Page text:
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Overlooked poets

The Overlook Hotel, in The Shining, is a place where ghosts return to haunt failed writers. Too often, however, writers don't return, to haunt anyone.

By definition, to be an overlooked writer is to be one that isn't read "anymore" - sometimes, it is possible to imagine, by any eyes at all. So it is good to see Canada's Arc Poetry Magazine feature a group of eclectically-assembled "forgotten poets", from London-based Orwell-expert Paul Potts to Montreal's Avi Boxer (whose son is a good poet too).

The Globe and Mail has an article about the issue. Still, it seems rather ironic to devote just one issue to this subject, since almost all poets are, to a greater or lesser degree, overlooked. For instance, who reads Adrian Stokes now? People should.

Then again, I can rather ruefully think about how few copies my own collections sell - roughly a thousand or so apiece. They get reviewed but are rarely kept in-stock, or widely distributed, like most poetry books. Given my own wayward travels, and living in distant cities, I've seen my own name rise and fall (expatriates are not eligible for many prizes in either their home or host countries) already - and despite the fact this blog and a few other things I've done faintly keep my name aflicker in a few heads, by and large, I'm already, by the lofty standards of the in-crowd, overlooked. What to do?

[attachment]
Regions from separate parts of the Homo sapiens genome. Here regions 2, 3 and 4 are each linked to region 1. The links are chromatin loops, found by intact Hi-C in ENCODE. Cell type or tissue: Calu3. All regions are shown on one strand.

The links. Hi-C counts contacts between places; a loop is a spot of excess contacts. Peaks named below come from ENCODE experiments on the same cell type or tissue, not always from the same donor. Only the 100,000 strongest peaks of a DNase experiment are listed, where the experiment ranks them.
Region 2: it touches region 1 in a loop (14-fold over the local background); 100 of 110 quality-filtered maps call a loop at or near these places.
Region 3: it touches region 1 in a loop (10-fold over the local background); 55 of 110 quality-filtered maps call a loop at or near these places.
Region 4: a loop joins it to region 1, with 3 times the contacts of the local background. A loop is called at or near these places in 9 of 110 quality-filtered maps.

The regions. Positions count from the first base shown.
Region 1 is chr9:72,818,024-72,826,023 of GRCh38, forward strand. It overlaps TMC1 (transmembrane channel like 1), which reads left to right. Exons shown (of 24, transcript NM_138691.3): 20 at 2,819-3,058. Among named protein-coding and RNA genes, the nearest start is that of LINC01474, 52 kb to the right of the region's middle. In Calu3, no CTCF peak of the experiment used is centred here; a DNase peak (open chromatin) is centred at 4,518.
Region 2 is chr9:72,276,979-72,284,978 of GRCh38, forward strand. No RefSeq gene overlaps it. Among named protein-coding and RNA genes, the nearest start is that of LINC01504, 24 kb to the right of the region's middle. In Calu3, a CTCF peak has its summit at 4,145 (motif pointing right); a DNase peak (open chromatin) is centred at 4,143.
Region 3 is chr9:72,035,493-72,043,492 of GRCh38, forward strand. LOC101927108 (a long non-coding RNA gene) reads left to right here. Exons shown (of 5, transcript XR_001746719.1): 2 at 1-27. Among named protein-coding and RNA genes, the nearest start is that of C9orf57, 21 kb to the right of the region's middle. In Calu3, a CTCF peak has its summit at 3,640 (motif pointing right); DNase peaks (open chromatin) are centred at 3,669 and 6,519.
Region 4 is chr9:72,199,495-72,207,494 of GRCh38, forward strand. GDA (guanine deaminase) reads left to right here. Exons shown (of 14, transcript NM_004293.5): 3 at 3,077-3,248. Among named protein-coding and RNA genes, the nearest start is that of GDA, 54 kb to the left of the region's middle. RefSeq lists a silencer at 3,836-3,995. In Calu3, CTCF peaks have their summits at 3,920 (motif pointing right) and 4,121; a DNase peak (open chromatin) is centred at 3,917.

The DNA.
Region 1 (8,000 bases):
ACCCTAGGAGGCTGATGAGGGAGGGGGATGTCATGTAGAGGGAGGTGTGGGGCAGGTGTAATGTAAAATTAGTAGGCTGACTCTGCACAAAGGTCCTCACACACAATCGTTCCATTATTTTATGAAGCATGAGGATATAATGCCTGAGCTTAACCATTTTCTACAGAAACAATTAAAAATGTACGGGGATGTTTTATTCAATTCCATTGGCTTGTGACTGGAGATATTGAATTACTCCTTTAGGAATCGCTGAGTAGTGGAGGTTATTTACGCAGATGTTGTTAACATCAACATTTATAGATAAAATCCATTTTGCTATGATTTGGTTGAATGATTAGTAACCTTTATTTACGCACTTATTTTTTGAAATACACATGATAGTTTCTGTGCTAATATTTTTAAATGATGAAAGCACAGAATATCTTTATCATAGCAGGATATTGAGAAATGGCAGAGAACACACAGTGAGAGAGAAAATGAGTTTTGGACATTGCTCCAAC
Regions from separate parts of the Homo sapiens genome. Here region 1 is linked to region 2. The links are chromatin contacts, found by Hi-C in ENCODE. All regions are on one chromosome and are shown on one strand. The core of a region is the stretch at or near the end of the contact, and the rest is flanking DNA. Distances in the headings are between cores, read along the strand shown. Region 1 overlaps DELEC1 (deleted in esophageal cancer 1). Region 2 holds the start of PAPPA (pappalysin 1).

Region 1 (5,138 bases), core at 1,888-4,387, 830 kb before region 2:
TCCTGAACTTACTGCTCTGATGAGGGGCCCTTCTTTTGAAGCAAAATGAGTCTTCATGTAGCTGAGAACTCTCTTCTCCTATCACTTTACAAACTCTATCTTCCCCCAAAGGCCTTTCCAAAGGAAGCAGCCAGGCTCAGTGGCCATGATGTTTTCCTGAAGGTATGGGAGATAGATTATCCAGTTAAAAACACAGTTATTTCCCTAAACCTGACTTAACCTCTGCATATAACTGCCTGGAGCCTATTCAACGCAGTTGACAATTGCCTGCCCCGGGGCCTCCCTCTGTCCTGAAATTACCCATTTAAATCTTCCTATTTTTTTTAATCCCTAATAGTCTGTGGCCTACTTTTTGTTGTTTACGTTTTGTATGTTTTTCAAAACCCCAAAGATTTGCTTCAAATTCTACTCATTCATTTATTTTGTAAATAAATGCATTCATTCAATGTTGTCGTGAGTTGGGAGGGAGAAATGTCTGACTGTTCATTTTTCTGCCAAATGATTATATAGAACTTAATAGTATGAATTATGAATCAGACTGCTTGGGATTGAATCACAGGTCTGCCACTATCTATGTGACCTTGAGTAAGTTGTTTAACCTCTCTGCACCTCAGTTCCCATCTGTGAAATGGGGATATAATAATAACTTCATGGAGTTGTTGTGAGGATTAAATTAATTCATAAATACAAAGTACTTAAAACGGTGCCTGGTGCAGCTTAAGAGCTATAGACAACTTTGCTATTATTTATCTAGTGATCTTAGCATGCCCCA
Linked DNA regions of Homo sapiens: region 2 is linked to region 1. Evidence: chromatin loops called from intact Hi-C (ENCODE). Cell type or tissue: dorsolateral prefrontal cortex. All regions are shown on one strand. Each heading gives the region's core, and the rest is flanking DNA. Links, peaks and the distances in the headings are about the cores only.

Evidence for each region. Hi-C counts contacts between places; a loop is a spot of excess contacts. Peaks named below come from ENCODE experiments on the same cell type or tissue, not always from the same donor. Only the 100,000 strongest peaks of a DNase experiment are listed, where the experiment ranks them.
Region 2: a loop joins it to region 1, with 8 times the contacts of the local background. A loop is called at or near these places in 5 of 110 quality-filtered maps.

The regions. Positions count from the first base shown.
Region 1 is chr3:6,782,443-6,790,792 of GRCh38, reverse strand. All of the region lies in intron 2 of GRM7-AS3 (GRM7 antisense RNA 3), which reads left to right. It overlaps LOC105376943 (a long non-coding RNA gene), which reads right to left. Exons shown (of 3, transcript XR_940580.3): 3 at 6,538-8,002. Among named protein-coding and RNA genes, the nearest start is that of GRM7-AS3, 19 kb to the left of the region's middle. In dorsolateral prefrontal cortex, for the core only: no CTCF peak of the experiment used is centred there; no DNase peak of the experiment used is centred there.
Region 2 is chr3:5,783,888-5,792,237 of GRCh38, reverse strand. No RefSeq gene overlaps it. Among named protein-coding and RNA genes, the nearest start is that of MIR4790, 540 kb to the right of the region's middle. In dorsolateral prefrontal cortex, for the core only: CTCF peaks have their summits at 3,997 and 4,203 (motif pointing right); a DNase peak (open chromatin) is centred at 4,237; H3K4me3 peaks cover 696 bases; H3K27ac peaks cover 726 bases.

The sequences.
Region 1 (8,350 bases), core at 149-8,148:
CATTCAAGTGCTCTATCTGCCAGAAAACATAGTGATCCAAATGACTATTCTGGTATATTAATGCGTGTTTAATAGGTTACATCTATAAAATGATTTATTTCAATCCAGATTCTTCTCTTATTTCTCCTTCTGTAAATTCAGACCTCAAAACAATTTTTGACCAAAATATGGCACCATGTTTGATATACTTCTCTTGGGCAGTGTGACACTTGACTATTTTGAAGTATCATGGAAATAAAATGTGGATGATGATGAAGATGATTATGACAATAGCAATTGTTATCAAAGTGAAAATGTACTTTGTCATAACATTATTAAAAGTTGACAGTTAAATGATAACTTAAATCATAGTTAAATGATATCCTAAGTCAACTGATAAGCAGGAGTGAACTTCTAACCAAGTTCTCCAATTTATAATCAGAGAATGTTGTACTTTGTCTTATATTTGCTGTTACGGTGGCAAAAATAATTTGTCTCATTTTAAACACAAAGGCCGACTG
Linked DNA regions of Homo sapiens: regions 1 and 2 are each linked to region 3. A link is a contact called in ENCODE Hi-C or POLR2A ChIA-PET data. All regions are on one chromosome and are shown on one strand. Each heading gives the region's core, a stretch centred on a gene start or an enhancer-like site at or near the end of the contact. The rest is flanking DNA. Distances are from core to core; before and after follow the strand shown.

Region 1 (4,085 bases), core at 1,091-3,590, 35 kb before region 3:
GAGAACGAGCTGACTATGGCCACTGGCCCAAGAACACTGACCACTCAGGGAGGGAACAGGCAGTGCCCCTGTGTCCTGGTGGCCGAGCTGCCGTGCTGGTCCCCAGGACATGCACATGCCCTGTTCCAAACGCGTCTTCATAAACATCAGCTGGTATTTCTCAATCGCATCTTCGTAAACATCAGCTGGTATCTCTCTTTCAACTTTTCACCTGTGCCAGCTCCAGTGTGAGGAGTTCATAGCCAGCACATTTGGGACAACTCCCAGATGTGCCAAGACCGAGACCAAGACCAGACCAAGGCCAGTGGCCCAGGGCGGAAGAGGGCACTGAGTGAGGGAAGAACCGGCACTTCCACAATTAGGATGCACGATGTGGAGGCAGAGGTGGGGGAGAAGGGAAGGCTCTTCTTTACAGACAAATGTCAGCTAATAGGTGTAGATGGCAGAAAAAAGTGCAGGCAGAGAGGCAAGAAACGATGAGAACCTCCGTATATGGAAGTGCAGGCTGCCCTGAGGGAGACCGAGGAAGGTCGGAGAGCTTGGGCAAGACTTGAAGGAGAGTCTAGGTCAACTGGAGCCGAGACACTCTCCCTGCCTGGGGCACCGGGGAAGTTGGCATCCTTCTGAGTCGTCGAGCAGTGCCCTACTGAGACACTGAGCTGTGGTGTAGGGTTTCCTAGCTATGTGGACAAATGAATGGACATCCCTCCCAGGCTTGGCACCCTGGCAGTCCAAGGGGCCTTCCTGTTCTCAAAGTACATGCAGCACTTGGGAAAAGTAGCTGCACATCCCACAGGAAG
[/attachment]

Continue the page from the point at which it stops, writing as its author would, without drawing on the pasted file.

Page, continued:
Avoid snowbound hotels and keep writing.
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